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I. PROBLEM

An infant’s indirect (unconjugated) serum bilirubin level is elevated at 10 mg/dL. Unconjugated (indirect) bilirubin is the fraction of serum bilirubin that has not been conjugated with glucuronic acid in the liver. The exact definition of a physiologic range and management of indirect hyperbilirubinemia are complex and based on many factors, including gestational age (GA), postnatal age, birthweight, disease state, risk factors, ethnicity, and hydration and nutritional status. Total serum bilirubin (TSB) is the sum of direct (conjugated) and indirect (unconjugated) bilirubin. The indirect bilirubin is calculated by subtracting the direct bilirubin from the total bilirubin. Transcutaneous bilirubin (TcB) is a measurement of TSB from an instrument that uses reflectance measurements on the skin and correlates well with the laboratory TSB value. Unconjugated hyperbilirubinemia is usually transient and physiologic in the newborn period, but it is important to note that kernicterus (chronic bilirubin encephalopathy) is still occurring in the developed world.

II. IMMEDIATE QUESTIONS

  1. How old is the infant? What is the gestational age? High indirect serum bilirubin levels during the first 24 hours of life are never physiologic. Hemolytic disease (Rh isoimmunization or ABO incompatibility), infection, occult hemorrhage, and polycythemia are common causes of early-onset jaundice. GA and age in hours of the infant determine the bilirubin level at which phototherapy should be initiated. The risk of unconjugated hyperbilirubinemia is inversely proportional with GA. In premature infants, hyperbilirubinemia is usually more severe and lasts longer.

  2. Is the infant being breast fed? Breast-feeding jaundice (early onset) occurs within the first week of life and is secondary to decreased intake of breast milk resulting in dehydration and caloric deprivation. Breast milk jaundice (late onset) occurs after the first week of life and can last up to the third or fourth week. Current literature supports a genetic predisposition. High levels of the enzyme β-glucuronidase can also be a contributing factor leading to increased enterohepatic circulation.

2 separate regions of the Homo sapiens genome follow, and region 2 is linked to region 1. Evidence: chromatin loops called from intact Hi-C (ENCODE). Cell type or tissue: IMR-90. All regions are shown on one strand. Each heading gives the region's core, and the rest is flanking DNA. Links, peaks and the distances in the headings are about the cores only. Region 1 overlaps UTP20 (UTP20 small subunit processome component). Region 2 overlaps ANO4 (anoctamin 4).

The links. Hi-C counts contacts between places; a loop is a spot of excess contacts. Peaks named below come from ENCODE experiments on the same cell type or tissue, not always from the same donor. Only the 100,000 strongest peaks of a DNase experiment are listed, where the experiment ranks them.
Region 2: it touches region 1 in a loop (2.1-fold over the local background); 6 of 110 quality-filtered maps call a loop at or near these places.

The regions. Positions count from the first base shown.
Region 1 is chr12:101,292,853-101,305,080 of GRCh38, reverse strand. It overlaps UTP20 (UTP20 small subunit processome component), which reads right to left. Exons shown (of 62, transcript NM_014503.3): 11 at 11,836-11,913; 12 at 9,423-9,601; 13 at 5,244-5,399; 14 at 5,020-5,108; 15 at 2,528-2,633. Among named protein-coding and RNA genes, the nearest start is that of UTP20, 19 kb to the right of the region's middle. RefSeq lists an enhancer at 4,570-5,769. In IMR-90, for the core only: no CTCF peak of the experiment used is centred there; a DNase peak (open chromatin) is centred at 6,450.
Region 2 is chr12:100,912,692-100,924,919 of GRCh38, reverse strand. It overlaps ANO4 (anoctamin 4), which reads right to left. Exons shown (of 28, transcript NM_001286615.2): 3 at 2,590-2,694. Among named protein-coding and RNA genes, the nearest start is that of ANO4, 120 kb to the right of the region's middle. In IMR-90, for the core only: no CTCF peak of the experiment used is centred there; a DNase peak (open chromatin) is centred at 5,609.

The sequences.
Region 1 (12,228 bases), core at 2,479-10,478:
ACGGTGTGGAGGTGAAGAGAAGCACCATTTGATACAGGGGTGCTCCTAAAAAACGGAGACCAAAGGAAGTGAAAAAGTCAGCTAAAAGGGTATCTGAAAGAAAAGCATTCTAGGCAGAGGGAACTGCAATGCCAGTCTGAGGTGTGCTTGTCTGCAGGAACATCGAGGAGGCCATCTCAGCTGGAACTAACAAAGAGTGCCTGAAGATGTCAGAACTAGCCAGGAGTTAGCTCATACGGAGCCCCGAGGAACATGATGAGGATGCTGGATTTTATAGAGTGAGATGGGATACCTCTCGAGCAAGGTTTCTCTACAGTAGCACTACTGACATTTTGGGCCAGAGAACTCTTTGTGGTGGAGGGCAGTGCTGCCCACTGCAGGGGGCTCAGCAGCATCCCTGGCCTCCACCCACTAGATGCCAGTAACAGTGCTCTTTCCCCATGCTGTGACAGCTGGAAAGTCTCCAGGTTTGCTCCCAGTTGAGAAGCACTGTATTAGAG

3. What is the family ethnicity? The incidence of neonatal jaundice is increased in infants of Native American Indian, Inuit, Mediterranean (Greece, Turkey, Sardinia), Sephardic Jewish, Nigerian, and Eastern Asian descent. Native Greeks have a higher incidence than Greeks in the United States. The incidence is lower in African Americans. Glucose-6-phosphate dehydrogenase (G6PD) deficiency, which is a cause of unconjugated hyperbilirubinemia, is more common in many of these groups and may be partially responsible. Immigration and intermarriage have increased the incidence of G6PD in the United States.

  4. Is the infant dehydrated? If evidence of dehydration exists (eg, weight loss of >12% from birthweight, increased sodium, decreased urine out), fluid administration may help to lower serum bilirubin level. Supplemental formula feedings or expressed breast milk should be considered if breast-feeding failure is the reason for hyperbilirubinemia; otherwise, intravenous (IV) fluids should be given. Adequate hydration is essential, but excess hydration by causing dilutional effects of IV fluids and enhancing peristalsis to decrease enterohepatic circulation by oral fluid supplements will not clear bilirubin ...

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